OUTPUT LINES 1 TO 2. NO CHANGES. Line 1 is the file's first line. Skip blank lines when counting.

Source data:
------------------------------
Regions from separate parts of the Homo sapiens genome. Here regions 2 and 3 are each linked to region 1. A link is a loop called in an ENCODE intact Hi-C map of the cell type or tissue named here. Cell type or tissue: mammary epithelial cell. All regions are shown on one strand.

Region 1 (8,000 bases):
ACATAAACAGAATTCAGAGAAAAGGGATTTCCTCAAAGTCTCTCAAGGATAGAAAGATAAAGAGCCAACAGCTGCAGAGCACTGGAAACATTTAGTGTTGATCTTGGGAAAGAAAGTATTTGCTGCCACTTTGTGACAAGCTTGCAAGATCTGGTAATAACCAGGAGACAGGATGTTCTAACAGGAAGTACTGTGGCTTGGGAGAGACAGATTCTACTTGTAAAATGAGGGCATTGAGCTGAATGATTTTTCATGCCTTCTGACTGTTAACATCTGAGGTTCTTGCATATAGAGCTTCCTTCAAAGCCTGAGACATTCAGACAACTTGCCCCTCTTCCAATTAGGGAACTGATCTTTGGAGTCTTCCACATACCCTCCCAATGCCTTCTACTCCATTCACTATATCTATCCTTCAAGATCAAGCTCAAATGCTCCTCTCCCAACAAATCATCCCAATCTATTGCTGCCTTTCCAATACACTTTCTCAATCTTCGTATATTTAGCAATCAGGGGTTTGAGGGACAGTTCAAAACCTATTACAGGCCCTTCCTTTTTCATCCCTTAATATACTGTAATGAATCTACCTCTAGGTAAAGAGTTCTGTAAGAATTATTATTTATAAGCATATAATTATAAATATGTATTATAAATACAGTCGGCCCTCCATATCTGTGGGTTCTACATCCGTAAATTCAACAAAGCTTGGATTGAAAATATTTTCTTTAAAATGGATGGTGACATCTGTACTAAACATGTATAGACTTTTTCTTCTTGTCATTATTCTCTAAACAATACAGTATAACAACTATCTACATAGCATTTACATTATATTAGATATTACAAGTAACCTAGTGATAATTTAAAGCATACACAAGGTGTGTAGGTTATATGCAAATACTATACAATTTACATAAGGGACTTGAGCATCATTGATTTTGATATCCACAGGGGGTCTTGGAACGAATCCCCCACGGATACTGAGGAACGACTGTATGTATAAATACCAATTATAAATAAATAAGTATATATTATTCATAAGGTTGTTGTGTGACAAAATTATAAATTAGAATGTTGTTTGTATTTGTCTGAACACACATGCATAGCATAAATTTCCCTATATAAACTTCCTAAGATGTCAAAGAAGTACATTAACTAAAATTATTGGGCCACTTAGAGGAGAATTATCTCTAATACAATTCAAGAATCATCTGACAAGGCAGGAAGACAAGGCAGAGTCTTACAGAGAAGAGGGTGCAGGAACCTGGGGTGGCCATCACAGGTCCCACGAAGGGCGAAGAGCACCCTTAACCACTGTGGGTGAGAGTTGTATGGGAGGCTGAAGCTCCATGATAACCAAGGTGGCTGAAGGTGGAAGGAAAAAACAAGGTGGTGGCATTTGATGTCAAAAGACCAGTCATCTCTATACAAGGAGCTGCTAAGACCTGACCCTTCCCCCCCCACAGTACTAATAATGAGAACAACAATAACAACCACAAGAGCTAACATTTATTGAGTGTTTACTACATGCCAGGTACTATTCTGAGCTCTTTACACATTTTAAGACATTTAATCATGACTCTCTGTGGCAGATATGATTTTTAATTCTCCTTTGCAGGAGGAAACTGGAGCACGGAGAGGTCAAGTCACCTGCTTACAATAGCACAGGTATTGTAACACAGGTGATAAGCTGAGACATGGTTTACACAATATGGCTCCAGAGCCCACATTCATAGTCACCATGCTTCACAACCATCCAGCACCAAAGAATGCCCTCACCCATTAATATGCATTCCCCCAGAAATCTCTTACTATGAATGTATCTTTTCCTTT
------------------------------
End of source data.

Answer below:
Regions from separate parts of the Homo sapiens genome. Here regions 2 and 3 are each linked to region 1. A link is a loop called in an ENCODE intact Hi-C map of the cell type or tissue named here. Cell type or tissue: mammary epithelial cell. All regions are shown on one strand.

Region 1 (8,000 bases):